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Cue Sheet – March 2011


... but their bosses won't. That's the gist of complaints being reported in Newsweek and elsewhere. As I pointed out last week, what's crippling NPR is its craven management, and even NPR air personalities are going on record with similar complaints:

The journalists feel tarnished—and know who to blame. “Our problems don’t have much to do with what we do, but with the people who manage what we do,” says Robert Siegel, co-host of All Things Considered. “I don’t think we’re antagonists to Fox the way MSNBC is. We certainly seem to disappoint a lot of doctrinaire liberals who expect different programming from us.”

Go read the rest of the story. And while you're there, be sure to read all the way to the end, because there's a tidbit that puts the lie to the claim that NPR is a liberal bastion designed to turn the American public leftist: "In an NPR survey last year, 37 percent of listeners described themselves as liberal or very liberal, 25 percent as middle of the road, and 28 percent as conservative or very conservative." I don't know where the missing 10 percent may stand, but otherwise it sounds like a pretty fair spread.



As you’ve probably heard, Garrison Keillor has announced his imminent retirement (spring, 2013) from A Prairie Home Companion. All he has to do is anoint a successor host, preferably one who sounds less narcoleptic. I nominate Don Francisco. Wouldn’t Prairie Home Companion be more interesting if it could develop the energy of Sábado Gigante?



That NEA study regarding the decline of cultural omnivores I mentioned in my previous post has spurred some interesting thoughts from NPR pop culture blogger Linda Holmes. Primarily, she's taking to task not only those--like the provocative blogger A.C. Douglas, although she doesn't mention him--who insist on the supremacy of high art over pop trash, but also those--like Greg Sandow, although she doesn't name him, either--whose central thesis is that classical music culture has to become more like pop culture if it's going to survive. Wisely, Holmes recognizes useful distinctions between the two areas, without believing they are mutually exclusive pursuits. If you're short of time, I'll repeat her conclusion:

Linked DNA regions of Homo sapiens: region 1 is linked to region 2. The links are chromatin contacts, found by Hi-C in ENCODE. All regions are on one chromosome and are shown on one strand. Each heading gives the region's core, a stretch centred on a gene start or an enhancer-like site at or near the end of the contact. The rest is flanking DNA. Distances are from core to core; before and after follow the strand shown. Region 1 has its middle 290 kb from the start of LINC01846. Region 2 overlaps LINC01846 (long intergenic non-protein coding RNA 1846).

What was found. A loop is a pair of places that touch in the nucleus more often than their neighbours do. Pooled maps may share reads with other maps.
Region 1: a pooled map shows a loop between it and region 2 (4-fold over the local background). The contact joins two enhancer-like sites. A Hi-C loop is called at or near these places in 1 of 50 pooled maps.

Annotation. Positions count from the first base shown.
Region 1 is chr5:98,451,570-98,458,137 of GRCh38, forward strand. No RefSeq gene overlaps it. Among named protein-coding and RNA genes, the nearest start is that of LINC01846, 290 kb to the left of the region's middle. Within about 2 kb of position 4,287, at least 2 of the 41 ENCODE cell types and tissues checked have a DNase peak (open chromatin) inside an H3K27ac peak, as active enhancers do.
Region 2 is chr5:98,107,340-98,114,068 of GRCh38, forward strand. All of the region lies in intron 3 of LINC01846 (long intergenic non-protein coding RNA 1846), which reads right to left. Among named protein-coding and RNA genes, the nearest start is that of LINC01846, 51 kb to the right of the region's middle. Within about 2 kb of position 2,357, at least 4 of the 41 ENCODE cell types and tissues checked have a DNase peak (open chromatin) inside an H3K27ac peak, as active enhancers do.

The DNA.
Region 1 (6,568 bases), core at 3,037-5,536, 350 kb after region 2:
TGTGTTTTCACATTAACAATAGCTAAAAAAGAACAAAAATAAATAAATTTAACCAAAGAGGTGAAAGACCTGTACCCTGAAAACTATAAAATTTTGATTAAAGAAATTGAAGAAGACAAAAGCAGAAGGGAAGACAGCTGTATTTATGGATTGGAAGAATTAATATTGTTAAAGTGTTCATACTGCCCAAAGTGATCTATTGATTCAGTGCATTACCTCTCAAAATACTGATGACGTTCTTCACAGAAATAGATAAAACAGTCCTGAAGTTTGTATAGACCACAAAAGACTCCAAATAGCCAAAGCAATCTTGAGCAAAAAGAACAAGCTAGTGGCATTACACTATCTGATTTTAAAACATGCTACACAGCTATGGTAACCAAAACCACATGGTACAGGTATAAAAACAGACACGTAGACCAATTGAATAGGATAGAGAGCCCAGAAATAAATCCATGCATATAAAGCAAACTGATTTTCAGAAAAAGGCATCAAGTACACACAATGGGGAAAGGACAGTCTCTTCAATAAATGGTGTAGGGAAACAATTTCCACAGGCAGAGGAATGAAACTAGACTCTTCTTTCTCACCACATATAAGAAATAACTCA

Omnivores thrive in an environment in which, if you are defined by your cultural interests, you at least don't have to be defined by any one cultural interest. Tolerating the ideas that classical music can be viscerally stirring and that Survivor can be sociologically interesting allows much better balance — which benefits everyone — than an escalating and unnatural war between fun and art. Fun and art are natural allies (despite often appearing separately), and forcing them to do battle just divides us into tinier and tinier camps, where we can only talk to people who like precisely the same kinds of culture that we do. That benefits absolutely nobody — not artists, not audiences, and not the quality of discourse.

That's the short version, but do take the time to read the full post.



What's killing attendance at cultural events? The latest theory: The decline of cultural omnivores. This article reports on a new NEA study that suggests that the population of omnivores--people who regularly participate in a broad range of cultural activities--is shrinking and becoming less active. That's bad news because omnivores seem to be the core of the cultural audience; the only greater predictor of cultural participation seems to be education level.

My personal experience--and I realize that personal experience is always a poor way to judge things beyond one's own experience--calls some of this into question. Twenty years ago, I was struck by how musically omnivorous people in their 20s were; they'd give just about anything a try, from Tuvan throat singers through grunge rock to classical. They didn't necessarily have a deep knowledge of any particular style, but they had a broad tolerance and curiosity. I have no reason to believe that these people, or the succeeding generation, have constricted their tastes since then.

So what's the real problem? I think the key word is "participation." Obviously, fewer people are going out to concerts and plays and exhibitions. But participation is not the same as consumption. Think about those millions of music downloads, the popularity of YouTube and Hulu, the success of Netflix and our own Casa Video, the ability to look at all sorts of images (and not just pornography) on the Internet. Surely, cultural consumption is steady if not increasing if we take into account all those people just sitting at home rather than going out and buying a ticket. This is not a new idea, but cultural institutions will be able to thrive if they figure out how to reach people in their natural habitat, and how to find the money that allows them to deliver culture using evolving technology. The omnivores are out there; we just have to take culture to them, rather than wring our hands when they fail to come to us.